Let's begin with a quick review of the laws of supply and demand:
In this tutorial, we will be discussing exactly how much more or less, and if it is the same for every good.
Elasticity is the measurement of the change in quantity demanded or supplied which indicates the sensitivity of one variable to characteristics of another variable or income.
In this tutorial, it is easier to discuss this concept with quantity demanded.
In today's lesson, though, we are focused on elasticity in the context of quantity demanded.
In other words, how much do people respond--by buying more or less--when something else changes, like price or income?
The answer is that it really depends on the good or service:
Now, elasticity is a proportion. The equation for elasticity is the percentage change in quantity-- how much people respond--divided by the percentage change in price.
Notice that for demand, elasticity will always be negative because the relationship between quantity and price is negative, as they move in opposite directions. If the price goes up, then people buy less.
For supply, it will always be positive because quantity and price move in the same direction. As prices go up, producers want to supply a greater quantity, and vice versa.
|For Demand||For Supply|
|NEGATIVE, since Q & P move in opposite directions||POSITIVE, since Q & P move in the same direction|
Let's look at an extreme example of monthly demand for life-saving medicine.
Notice we have the price of this life-saving medicine on the y-axis and the quantity that people are purchasing on the x-axis.
Now, no matter how expensive this medication gets, people are purchasing the exact same quantity--30 pills per month. Therefore, they are not responsive at all to a price change because a life-saving medicine is a necessity, and there are no substitutes.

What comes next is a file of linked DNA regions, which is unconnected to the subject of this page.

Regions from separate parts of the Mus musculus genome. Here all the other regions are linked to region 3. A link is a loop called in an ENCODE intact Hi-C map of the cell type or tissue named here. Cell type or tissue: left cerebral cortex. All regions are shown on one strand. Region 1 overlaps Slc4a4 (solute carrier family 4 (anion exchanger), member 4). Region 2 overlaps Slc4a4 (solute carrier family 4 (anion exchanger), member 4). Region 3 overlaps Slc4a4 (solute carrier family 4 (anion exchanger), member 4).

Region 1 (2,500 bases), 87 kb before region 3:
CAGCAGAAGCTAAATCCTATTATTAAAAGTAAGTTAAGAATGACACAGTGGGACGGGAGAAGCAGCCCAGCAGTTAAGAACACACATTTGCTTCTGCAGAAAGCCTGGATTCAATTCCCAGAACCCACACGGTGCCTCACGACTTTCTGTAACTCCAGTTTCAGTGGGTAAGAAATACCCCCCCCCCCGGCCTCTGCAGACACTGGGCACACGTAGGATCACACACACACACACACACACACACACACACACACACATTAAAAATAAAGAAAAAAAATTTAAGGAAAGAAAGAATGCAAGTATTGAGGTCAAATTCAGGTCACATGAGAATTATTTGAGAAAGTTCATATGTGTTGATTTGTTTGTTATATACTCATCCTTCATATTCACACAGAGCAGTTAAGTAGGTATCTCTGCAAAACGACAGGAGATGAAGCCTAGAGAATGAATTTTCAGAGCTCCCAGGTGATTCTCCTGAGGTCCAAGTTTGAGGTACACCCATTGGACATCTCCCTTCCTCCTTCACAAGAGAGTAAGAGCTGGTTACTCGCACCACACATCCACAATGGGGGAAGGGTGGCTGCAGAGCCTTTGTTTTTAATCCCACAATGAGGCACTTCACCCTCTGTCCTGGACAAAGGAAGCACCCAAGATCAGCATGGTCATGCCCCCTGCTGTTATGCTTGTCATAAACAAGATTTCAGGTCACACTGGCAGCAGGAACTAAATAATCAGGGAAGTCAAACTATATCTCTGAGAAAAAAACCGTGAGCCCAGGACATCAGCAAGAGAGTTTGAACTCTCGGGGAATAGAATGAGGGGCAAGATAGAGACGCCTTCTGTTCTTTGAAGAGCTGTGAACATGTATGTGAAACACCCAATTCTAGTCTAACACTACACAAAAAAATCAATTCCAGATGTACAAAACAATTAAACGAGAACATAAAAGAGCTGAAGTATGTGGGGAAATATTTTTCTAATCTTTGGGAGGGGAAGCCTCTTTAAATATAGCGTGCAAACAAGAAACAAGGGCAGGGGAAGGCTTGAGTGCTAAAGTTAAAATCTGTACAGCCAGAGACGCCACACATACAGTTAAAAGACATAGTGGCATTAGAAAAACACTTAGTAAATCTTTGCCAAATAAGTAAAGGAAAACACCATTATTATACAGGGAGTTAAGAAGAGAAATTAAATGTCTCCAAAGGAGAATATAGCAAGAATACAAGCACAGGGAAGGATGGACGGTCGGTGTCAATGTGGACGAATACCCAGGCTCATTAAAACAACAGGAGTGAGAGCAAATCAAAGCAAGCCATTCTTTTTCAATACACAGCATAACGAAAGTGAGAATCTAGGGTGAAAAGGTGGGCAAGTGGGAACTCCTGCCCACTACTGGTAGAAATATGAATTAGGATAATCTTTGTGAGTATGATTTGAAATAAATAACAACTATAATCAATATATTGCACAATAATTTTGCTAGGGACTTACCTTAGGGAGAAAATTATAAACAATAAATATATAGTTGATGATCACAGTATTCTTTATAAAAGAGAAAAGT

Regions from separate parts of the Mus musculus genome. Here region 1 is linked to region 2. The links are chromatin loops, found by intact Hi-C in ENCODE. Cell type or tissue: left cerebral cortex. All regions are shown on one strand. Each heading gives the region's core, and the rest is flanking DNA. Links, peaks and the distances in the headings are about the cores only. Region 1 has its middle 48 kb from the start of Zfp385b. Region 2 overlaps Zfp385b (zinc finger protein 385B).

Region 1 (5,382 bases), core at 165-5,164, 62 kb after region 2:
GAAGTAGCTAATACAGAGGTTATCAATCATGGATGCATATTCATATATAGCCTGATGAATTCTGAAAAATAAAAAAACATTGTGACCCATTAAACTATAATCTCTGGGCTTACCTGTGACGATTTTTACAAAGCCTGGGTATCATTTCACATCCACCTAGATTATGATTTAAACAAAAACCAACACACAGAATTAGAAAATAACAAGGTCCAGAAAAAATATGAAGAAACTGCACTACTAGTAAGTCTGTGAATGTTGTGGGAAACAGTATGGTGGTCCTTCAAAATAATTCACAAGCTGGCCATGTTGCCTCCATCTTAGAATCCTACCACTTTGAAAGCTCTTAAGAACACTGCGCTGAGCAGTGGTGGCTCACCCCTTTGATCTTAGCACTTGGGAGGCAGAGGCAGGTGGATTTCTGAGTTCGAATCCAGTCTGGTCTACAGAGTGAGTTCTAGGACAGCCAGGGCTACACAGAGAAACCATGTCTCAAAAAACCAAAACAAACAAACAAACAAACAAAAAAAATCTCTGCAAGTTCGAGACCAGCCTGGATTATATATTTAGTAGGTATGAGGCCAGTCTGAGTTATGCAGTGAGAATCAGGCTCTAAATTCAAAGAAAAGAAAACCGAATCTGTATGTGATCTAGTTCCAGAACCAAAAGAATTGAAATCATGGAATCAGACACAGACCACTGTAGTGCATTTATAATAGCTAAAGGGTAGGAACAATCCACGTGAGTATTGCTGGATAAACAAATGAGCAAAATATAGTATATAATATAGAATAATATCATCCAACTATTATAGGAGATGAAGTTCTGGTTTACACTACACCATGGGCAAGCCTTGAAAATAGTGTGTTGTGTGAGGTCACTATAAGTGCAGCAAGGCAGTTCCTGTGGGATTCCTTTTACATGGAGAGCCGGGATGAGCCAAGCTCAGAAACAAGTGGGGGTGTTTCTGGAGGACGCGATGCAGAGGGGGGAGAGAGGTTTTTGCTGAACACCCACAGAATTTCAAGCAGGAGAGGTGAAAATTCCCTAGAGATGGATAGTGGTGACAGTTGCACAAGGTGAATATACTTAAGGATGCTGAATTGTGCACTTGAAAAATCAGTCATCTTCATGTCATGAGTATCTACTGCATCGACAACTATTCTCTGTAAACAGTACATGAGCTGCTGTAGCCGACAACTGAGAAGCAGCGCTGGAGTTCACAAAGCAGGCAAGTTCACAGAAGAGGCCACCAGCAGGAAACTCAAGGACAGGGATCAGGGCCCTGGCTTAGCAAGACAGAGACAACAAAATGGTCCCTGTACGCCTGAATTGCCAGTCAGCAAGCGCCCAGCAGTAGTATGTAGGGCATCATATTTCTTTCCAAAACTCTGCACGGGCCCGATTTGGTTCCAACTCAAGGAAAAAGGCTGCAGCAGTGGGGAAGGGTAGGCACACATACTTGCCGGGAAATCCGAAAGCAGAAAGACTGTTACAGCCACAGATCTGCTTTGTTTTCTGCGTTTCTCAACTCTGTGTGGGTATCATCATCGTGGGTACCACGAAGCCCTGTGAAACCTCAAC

Perfectly inelastic demand, then, is defined as demand for goods and services that remains the same regardless of a change in price, resulting in a vertical line on the demand curve.
Now, most things in the world are not perfectly inelastic, but there are items like gasoline that are relatively inelastic.
This is not straight up and down, or completely vertical, because people do change their behavior somewhat as the price of gasoline goes up.
However, notice how the price can change significantly, yet consumers do not change their purchasing habits very much. This is because most people view gasoline--at least in the short term--as a necessity and without a substitute.
Now, as prices goes up significantly, people do tend to stop going on long trips or they carpool, so there are things that can be done, but it is still relatively inelastic.
Inelastic demand is demand that does not respond easily to the changes of other economic variables.
Let's look at the opposite extreme, which is perfectly elastic demand.
Again, this is difficult to find in the real world, but we will use the hypothetical example of a hot dog stand that is one of 200 stands in a baseball stadium. They are all selling an identical product and are all charging $5 for that identical hot dog.
If one hot dog stand out of 200 decided to raise price, even marginally, no one would purchase a hot dog there. The quantity demanded, in theory, according to this curve, would drop to zero.
There is no ability to change price here; there is only one price they can charge. They can sell all that they want at this price, so there is no incentive to drop the price. Conversely, if they raise the price at all, nobody would purchase from them.
Perfectly elastic demand refers to demand for goods and services that changes significantly due to change in price, resulting in a horizontal line on the demand curve.
However, not many things are perfectly elastic in the world, so here is an example of something that is simply elastic, which would be the demand for a specific brand of something.
Demand for a specific type of apples, like Gala apples, would be somewhat elastic, because there are many substitutes for a single brand of apples.
If Gala apples are the only ones changing in price, notice how even a small change in the y-axis, in price, results in a large change in quantity being purchased of Gala apples.
It is not completely horizontal, because prices could increase a bit and you would still see purchases of Gala apples by people who simply prefer them.
Elastic demand is defined as demand that responds easily to the changes of other economic variables.
Finally, we have unit elastic demand, illustrated by this example using demand for chicken.
Along this curve, let's assume that the price of chicken rises by 10%, and as a result, consumers buy exactly 10% less chicken. Perhaps they buy beef instead of chicken that week.
Unit elastic means that the change in price proportionately changes the level of demand.
Source: This work is adapted from Sophia author Kate Eskra.